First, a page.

LOCKINGTON — When Lockington Mayor Tracy Johnson was first elected to office in 2015, she cringed when she walked into Lockington Village Hall and attempted to find a particular document.
“It wasn’t that the document didn’t exist,” Johnson said, “it was that there were so many documents scattered about that I wasn’t even sure where to begin looking.
“Unfortunately, I knew two things,” Johnson said. “I knew that the village had limited resources, and I knew that we needed to get our records in order. Records from 1850 might be in the same file drawer with records from 1950. I could find all kinds of things that provided interesting reading, but it was nearly impossible to find a particular document in a timely manner.”
After a bit of research, Johnson found a matching grant opportunity that would include identifying, inventorying, organizing, and improving access to the village’s records. Johnson applied for the grant through the Ohio Historical Records Advisory Board. The grants are funded through the National Historical Publications and Records Commission, National Archives and Records Administration.
Despite having no experience writing grants, Johnson remained hopeful.
“Historically, the Village’s records have been stored in plastic totes, file folders, binders, filing cabinets, computers, thumb drives, and then stacked on tables and shelves,” Johnson said. “Unfortunately, there was no particular order to the records.”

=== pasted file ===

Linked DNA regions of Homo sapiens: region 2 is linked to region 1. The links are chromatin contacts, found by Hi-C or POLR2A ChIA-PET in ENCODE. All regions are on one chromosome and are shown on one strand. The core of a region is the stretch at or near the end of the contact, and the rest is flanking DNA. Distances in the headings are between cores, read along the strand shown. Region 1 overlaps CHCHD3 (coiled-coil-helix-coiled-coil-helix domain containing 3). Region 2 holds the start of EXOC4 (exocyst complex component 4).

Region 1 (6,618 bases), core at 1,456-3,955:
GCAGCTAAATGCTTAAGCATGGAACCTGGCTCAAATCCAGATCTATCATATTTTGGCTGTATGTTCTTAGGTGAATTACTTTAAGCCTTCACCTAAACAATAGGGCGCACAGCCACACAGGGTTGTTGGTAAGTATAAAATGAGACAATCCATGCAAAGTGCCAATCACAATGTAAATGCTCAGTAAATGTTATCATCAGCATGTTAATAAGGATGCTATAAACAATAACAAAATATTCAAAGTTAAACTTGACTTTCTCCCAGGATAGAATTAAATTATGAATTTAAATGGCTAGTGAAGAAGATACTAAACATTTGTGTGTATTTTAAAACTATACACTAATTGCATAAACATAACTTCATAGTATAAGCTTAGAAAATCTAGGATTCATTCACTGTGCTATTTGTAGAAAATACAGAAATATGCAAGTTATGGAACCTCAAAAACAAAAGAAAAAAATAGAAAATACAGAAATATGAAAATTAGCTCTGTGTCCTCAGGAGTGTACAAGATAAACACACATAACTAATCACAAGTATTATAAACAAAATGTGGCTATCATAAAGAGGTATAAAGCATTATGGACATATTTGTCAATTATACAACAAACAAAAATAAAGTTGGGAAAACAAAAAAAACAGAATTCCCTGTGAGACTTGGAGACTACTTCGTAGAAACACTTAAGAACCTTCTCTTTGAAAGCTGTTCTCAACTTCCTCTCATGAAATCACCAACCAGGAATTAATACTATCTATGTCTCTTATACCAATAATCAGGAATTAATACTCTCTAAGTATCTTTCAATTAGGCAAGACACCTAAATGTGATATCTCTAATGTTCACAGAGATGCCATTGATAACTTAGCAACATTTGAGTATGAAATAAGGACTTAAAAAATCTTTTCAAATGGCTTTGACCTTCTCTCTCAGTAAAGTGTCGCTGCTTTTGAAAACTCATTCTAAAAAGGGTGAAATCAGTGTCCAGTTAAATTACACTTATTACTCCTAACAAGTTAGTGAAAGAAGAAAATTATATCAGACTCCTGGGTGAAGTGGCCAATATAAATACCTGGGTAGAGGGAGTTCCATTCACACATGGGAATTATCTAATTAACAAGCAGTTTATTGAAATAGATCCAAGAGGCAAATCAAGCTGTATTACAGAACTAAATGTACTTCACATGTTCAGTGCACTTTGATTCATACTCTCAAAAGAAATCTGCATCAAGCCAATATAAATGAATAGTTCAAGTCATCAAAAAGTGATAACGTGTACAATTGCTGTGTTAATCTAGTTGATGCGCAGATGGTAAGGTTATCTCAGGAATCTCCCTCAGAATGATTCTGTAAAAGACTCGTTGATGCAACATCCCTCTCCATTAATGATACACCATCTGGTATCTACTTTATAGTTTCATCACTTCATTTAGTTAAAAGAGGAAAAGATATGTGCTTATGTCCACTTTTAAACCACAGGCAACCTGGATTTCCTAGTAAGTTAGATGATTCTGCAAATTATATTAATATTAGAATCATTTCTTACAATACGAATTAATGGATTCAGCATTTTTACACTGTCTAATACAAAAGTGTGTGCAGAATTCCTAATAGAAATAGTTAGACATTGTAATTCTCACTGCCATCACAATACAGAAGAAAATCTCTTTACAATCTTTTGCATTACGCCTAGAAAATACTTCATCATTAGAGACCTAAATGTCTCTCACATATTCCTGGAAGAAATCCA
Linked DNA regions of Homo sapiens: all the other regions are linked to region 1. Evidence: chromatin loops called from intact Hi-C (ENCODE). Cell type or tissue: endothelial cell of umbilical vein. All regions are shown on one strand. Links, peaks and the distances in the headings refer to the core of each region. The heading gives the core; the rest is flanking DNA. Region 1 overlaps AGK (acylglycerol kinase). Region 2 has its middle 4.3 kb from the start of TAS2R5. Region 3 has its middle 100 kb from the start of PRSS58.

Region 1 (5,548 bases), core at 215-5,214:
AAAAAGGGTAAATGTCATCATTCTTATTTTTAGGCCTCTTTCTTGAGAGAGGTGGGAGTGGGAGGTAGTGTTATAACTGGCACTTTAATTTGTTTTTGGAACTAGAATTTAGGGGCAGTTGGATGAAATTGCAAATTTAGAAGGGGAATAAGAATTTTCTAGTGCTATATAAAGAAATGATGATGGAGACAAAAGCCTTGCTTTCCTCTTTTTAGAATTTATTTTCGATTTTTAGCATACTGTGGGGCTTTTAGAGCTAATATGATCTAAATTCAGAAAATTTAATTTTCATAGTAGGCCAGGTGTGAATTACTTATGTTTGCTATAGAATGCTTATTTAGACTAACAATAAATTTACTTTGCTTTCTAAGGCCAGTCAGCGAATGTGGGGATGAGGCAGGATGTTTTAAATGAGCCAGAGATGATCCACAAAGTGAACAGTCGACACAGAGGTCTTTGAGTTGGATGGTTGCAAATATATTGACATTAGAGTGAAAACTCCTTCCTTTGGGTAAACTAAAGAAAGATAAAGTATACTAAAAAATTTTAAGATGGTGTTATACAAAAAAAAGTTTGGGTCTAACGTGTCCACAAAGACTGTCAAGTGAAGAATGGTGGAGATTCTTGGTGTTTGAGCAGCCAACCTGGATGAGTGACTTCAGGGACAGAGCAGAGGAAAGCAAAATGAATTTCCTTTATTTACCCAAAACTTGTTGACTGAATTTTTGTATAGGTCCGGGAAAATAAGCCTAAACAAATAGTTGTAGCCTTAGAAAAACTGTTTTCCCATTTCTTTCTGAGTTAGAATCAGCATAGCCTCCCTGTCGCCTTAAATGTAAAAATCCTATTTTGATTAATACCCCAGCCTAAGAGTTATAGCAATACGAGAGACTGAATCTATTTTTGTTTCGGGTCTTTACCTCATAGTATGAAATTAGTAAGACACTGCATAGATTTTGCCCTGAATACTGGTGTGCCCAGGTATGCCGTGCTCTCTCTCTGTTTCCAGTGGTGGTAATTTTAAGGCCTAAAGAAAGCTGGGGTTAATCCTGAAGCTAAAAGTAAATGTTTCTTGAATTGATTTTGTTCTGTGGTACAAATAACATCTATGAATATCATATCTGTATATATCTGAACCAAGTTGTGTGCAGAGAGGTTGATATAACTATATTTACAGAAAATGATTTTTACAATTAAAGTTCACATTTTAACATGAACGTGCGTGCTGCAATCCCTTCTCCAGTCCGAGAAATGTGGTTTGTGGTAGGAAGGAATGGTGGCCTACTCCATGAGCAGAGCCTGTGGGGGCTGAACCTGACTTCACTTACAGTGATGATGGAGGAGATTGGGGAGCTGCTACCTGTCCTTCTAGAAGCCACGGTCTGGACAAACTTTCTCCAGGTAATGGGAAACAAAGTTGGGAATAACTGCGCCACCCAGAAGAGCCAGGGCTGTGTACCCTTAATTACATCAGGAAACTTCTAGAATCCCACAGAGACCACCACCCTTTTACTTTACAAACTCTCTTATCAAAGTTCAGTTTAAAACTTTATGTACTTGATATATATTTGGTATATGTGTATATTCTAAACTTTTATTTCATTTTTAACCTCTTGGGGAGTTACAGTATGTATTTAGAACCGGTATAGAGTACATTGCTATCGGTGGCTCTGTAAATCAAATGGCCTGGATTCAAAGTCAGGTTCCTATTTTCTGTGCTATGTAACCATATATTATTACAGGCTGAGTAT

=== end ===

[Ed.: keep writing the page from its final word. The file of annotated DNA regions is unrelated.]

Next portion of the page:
Founded in 1837, the Village of Lockington was incorporated on Jan. 4, 1858. Johnson confirmed the date through the the Ohio Secretary of State’s office.
“Much of Lockington’s ‘folklore’ may be dispelled by easier access to records,” Johnson wrote in her grant application. “Through identifying the records, inventorying them, and organizing them in a manner that is consistent with appropriate archival practices, individuals will have easier access to them. This will make it easier to document Lockington’s historical significance to the Miami-Erie Canal, previous residents, ordinances, mayors, council members, and other happenings that have occurred within the village.”
“I was delighted to receive word that we had received the grant,” Johnson said. “The village of Lockington will contribute $850 toward the effort, and the Ohio Historical Records Advisory Board will provide the match, with funds they receive through the National Historical Publications and Records Commission, National Archives and Records Administration.
“The village has contracted for professional services with Archivist Stephen Brent Adams,” Johnson said. “He has a Master’s Degree in History with a concentration in Public History from Wright State University. He has three years of experience with the most recent being with ThinkTV. He has also worked with the Clark County Historical Society, Warren County Records Center, and Wright State University Special Collections.
“He was highly recommended by Lisa Rickey, Archivist/Collections Manager, from Wright State University Libraries Special Collections & Archives,” Johnson said. “The completion of what we see as a 100-hour project will result in the beginning stages of organizing Lockington’s historical records in a manner that is professional, consistent with appropriate archival practices, with emphasis on ease of access.
“Perhaps as important,” Johnson said, “we’ll be able to dispose of some records and begin the process of eliminating some of the clutter in Village Hall.”
The Lockington Village Hall was once a one-room school.
“We intend to provide an update on our progress during Lockington’s celebration of Shelby County’s Bicentennial,” Johnson stated. That celebration will take place on Sept. 29, 2019, from 3 until 6 p.m.